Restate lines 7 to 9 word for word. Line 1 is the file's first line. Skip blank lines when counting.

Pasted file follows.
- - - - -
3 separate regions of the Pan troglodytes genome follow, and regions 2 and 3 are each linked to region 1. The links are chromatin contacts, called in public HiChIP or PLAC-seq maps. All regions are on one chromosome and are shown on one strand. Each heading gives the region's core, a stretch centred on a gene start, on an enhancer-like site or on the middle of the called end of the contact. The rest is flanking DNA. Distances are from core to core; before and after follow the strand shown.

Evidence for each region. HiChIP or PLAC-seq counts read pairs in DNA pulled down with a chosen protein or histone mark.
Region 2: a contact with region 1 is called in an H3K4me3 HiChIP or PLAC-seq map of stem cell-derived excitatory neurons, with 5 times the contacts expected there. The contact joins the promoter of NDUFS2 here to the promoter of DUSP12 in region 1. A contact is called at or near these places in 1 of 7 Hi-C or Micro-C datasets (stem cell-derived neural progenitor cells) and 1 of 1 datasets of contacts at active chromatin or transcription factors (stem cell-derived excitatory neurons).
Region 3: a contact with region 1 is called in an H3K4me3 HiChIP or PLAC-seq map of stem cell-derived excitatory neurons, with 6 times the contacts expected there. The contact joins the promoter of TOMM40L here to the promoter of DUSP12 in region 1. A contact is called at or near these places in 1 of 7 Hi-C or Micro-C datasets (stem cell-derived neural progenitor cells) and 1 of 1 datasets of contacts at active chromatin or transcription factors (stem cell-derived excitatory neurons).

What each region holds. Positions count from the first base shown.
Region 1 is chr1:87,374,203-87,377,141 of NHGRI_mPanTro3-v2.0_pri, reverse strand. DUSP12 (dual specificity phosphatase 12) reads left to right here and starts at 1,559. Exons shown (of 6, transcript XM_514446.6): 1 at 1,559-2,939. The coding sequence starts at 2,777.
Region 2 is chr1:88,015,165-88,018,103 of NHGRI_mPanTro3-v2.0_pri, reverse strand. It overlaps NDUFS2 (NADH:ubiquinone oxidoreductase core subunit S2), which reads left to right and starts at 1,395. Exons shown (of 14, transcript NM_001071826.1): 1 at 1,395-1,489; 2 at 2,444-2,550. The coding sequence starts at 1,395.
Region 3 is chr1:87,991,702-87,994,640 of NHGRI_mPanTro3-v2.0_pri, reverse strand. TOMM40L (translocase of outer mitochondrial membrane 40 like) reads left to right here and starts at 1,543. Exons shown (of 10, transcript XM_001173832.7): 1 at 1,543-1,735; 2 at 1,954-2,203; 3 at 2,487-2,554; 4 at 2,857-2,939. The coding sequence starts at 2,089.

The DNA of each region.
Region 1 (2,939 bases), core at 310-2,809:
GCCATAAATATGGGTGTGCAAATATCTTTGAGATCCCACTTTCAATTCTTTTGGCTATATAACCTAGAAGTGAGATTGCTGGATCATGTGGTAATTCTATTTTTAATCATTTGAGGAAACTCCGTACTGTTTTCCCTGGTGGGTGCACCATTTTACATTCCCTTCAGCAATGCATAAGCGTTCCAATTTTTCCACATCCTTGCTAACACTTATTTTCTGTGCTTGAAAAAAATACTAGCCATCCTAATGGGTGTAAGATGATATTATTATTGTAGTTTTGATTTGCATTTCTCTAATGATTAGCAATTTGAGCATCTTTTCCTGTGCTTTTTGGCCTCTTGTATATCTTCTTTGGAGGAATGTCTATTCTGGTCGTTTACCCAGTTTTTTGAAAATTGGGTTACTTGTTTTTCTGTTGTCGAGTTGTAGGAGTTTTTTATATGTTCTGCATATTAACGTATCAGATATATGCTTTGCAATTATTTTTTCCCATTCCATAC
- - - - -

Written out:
Region 2 is chr1:88,015,165-88,018,103 of NHGRI_mPanTro3-v2.0_pri, reverse strand. It overlaps NDUFS2 (NADH:ubiquinone oxidoreductase core subunit S2), which reads left to right and starts at 1,395. Exons shown (of 14, transcript NM_001071826.1): 1 at 1,395-1,489; 2 at 2,444-2,550. The coding sequence starts at 1,395.
Region 3 is chr1:87,991,702-87,994,640 of NHGRI_mPanTro3-v2.0_pri, reverse strand. TOMM40L (translocase of outer mitochondrial membrane 40 like) reads left to right here and starts at 1,543. Exons shown (of 10, transcript XM_001173832.7): 1 at 1,543-1,735; 2 at 1,954-2,203; 3 at 2,487-2,554; 4 at 2,857-2,939. The coding sequence starts at 2,089.

The DNA of each region.